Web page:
For women who didn’t find the slim silhouette flattering, one alternative was the robe de style inspired look, with full, romantic skirt:

Mary Pickford in a Robe de Style, possibly by Lanvin, c. 1920

Mary Pickford in a Robe de Style, possibly by Lanvin, c. 1920

“Circular skirts and irregular outlines are characteristic of the season” read a McCalls fashion pamphlet from May 1921, as the irregular hemline on this dress demonstrates.

Garden Party Frock. New Zealand Herald, Volume LIX, Issue 17989, 14 January 1922, Page 4

Garden Party Frock. New Zealand Herald, Volume LIX, Issue 17989, 14 January 1922, Page 4

As were frocks with hip emphasis:

Garden Party Frock. New Zealand Herald, Volume LIX, Issue 18281, 23 December 1922, Page 4

Garden Party Frock. New Zealand Herald, Volume LIX, Issue 18281, 23 December 1922, Page 4

And lots, and lots of lace, particularly in white and palest tans.

For accessories, long necklaces and gloves were popular up until 1919, but appear rarely in fashion plates and photographs showing garden party attire from 1920-1922.

8 Comments

  1. First picture. Plaid frock. Will be mine! I love all of them!! That’s funny that you should post this topic! I’m making a robe de style as we speak. Saw one on Greta Nissen in the mid 20s and had to have it! I love this era for fashion, you simply HAD to feel so femininely beautiful and becoming in fashions as these!
    Gorgeous post! And hail to queen Mary!

  2. Fantastic post! I love seeing what would have been worn during specific years! I love all the lace and can’t wait to see what you will make!

    • Me too–I really liked the detail of the fabrics, the slight shifts in styles, and mentions of accessories.

  3. Nicola says

    My favourite is no 3 the green plaid, how gorgeous is that. However if I were to chose one as a garden party frock for 1922 it would be no 5 , botton left, and I’d lower the waist and maybe give the over tunic a little asymmetric action. Perdonally I like it as it is. I’m more a nine-teens kinda gal.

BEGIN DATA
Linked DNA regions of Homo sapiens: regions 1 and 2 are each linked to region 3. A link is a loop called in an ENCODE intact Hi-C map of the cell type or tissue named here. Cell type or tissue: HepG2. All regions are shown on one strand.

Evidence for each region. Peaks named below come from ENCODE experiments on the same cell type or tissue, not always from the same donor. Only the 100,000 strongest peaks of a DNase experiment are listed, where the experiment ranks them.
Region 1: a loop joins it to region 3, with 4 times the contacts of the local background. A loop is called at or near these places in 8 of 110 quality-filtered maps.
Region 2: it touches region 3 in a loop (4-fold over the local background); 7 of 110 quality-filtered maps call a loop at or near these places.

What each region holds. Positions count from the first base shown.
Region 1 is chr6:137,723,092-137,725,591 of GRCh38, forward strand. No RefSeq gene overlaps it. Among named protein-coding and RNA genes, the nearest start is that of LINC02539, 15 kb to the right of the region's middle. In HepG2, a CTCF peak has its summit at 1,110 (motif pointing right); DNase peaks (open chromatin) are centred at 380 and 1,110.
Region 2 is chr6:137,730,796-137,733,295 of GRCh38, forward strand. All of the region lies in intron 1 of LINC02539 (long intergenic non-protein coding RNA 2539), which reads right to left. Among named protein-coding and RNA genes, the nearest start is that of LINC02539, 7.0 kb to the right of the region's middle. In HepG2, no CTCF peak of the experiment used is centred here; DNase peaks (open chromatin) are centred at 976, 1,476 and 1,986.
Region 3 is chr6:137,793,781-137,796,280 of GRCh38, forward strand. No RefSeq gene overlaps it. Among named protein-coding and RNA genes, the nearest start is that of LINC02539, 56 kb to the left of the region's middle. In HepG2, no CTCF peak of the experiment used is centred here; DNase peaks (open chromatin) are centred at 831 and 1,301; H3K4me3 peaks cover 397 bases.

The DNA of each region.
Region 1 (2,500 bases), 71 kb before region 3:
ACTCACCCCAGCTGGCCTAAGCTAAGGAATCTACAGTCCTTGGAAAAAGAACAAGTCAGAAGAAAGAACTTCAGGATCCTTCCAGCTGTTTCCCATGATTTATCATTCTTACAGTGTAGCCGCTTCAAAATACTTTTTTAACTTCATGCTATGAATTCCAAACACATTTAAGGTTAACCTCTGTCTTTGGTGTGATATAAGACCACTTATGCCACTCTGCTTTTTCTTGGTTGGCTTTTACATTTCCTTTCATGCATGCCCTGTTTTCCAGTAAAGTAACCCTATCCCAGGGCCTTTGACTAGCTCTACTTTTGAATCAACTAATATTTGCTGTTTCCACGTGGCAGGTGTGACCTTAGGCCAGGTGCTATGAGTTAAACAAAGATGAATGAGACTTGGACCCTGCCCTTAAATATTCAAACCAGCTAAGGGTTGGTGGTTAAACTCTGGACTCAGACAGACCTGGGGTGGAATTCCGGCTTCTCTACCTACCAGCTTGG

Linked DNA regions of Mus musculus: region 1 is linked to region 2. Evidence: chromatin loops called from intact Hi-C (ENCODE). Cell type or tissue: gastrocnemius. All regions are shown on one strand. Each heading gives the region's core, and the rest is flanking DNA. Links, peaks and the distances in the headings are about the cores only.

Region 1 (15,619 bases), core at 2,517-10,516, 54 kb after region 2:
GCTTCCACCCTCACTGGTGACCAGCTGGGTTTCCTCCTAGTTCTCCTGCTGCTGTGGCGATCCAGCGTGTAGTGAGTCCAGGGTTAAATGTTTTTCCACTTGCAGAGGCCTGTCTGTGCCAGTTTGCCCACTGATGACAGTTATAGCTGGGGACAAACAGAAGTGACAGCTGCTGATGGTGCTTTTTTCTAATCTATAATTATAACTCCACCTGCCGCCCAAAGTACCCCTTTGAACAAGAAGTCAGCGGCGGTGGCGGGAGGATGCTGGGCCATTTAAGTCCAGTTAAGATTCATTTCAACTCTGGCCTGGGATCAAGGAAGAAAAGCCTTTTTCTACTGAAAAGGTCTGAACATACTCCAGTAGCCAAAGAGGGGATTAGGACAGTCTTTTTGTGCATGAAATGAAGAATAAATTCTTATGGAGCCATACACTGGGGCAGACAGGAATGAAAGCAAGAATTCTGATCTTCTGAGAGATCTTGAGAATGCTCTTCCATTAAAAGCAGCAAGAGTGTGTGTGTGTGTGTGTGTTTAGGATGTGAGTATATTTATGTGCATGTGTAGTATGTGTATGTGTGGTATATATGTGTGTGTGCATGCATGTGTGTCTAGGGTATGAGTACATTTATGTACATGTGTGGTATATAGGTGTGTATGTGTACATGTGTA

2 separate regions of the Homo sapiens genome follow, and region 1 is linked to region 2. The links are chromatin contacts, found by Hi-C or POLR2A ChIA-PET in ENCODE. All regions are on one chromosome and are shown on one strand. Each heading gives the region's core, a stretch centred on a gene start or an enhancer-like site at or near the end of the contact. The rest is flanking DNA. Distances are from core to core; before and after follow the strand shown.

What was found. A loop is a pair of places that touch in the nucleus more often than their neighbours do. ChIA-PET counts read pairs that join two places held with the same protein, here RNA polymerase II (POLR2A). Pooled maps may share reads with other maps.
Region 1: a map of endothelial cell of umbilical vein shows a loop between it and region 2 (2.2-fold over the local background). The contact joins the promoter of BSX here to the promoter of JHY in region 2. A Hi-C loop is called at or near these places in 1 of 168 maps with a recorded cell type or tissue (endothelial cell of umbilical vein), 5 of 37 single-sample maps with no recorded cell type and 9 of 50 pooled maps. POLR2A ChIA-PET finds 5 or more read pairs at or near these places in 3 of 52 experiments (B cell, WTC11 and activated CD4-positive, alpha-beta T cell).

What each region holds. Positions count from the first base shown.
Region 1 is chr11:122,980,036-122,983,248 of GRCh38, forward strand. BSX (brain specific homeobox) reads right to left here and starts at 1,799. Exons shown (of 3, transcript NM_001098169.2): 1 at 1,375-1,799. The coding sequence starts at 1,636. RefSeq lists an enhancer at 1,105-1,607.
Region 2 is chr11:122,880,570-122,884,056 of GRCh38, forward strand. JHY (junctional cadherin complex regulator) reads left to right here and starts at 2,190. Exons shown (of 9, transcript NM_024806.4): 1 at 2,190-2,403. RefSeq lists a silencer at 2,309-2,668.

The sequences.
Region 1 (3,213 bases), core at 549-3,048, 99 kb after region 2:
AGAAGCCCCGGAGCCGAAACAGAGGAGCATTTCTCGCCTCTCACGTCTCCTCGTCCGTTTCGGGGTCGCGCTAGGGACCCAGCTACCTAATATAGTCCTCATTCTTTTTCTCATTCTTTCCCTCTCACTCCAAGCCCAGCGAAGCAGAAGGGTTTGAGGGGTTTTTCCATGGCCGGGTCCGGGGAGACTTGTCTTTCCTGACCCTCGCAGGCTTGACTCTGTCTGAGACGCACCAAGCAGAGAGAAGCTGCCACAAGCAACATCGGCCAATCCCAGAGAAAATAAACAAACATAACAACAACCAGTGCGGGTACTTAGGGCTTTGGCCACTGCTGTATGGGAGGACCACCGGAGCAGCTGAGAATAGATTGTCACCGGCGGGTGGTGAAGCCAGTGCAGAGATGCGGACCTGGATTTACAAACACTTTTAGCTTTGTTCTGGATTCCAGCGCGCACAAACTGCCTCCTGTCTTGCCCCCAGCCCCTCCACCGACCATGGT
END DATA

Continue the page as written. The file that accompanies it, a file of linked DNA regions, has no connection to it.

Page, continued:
4. Lovely post with lots of great information and details. I love learning about the fashions of this time period and appreciate your pointing out subtle changes (hemlines, waists, etc.). I’m so looking forward to seeing your dress for the event~it sounds like so much fun!

  5. Claire Payne says

    I love all the pretty frocks. The robe de style dress is of interest to me because 1920’s fashion doesn’t suit my shape. It is nice to have a style I can try. Thanks for sharing.

  6. I think numbers 2 and 4 are my favourites, though I do rather like the robe de style decorated with little suns. It’s interesting how these dresses are clearly influenced by the fashions of the preceding decade; they’re very much transitional styles in some ways.

  7. Imrana says

    Thank you. My comment I like the Olden days Fashion. and I give a slight touch of 2016 to go for different peoples liking on the clothes.

Leave a Reply

Your email address will not be published. Required fields are marked *